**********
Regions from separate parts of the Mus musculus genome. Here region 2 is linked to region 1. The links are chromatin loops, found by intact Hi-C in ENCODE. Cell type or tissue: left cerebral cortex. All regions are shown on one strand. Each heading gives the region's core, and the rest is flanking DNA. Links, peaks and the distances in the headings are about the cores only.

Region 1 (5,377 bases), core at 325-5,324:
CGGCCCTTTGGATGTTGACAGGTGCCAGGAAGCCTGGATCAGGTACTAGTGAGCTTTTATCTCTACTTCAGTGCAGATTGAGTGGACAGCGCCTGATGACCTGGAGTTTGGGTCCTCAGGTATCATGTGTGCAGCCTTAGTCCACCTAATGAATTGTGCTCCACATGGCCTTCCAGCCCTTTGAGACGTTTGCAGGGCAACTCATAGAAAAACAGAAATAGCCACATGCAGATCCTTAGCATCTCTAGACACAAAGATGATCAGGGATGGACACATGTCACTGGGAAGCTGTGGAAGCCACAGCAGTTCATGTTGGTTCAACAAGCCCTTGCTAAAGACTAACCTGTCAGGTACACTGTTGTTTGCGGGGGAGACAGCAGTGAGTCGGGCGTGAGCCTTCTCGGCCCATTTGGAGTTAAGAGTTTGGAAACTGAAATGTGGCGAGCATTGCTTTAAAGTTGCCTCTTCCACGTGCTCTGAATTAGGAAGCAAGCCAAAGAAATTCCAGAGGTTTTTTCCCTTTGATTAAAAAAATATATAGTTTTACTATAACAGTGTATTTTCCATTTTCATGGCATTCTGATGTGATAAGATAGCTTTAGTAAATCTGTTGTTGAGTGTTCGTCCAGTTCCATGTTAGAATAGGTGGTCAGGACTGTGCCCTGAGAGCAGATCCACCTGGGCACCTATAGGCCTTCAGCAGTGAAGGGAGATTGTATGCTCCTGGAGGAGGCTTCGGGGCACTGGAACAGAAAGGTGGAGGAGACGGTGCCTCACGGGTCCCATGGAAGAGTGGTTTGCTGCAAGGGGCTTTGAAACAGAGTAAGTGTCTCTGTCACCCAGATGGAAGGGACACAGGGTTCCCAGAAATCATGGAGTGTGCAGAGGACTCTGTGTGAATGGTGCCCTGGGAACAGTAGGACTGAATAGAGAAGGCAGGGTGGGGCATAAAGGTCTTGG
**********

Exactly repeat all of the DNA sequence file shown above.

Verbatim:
Regions from separate parts of the Mus musculus genome. Here region 2 is linked to region 1. The links are chromatin loops, found by intact Hi-C in ENCODE. Cell type or tissue: left cerebral cortex. All regions are shown on one strand. Each heading gives the region's core, and the rest is flanking DNA. Links, peaks and the distances in the headings are about the cores only.

Region 1 (5,377 bases), core at 325-5,324:
CGGCCCTTTGGATGTTGACAGGTGCCAGGAAGCCTGGATCAGGTACTAGTGAGCTTTTATCTCTACTTCAGTGCAGATTGAGTGGACAGCGCCTGATGACCTGGAGTTTGGGTCCTCAGGTATCATGTGTGCAGCCTTAGTCCACCTAATGAATTGTGCTCCACATGGCCTTCCAGCCCTTTGAGACGTTTGCAGGGCAACTCATAGAAAAACAGAAATAGCCACATGCAGATCCTTAGCATCTCTAGACACAAAGATGATCAGGGATGGACACATGTCACTGGGAAGCTGTGGAAGCCACAGCAGTTCATGTTGGTTCAACAAGCCCTTGCTAAAGACTAACCTGTCAGGTACACTGTTGTTTGCGGGGGAGACAGCAGTGAGTCGGGCGTGAGCCTTCTCGGCCCATTTGGAGTTAAGAGTTTGGAAACTGAAATGTGGCGAGCATTGCTTTAAAGTTGCCTCTTCCACGTGCTCTGAATTAGGAAGCAAGCCAAAGAAATTCCAGAGGTTTTTTCCCTTTGATTAAAAAAATATATAGTTTTACTATAACAGTGTATTTTCCATTTTCATGGCATTCTGATGTGATAAGATAGCTTTAGTAAATCTGTTGTTGAGTGTTCGTCCAGTTCCATGTTAGAATAGGTGGTCAGGACTGTGCCCTGAGAGCAGATCCACCTGGGCACCTATAGGCCTTCAGCAGTGAAGGGAGATTGTATGCTCCTGGAGGAGGCTTCGGGGCACTGGAACAGAAAGGTGGAGGAGACGGTGCCTCACGGGTCCCATGGAAGAGTGGTTTGCTGCAAGGGGCTTTGAAACAGAGTAAGTGTCTCTGTCACCCAGATGGAAGGGACACAGGGTTCCCAGAAATCATGGAGTGTGCAGAGGACTCTGTGTGAATGGTGCCCTGGGAACAGTAGGACTGAATAGAGAAGGCAGGGTGGGGCATAAAGGTCTTGG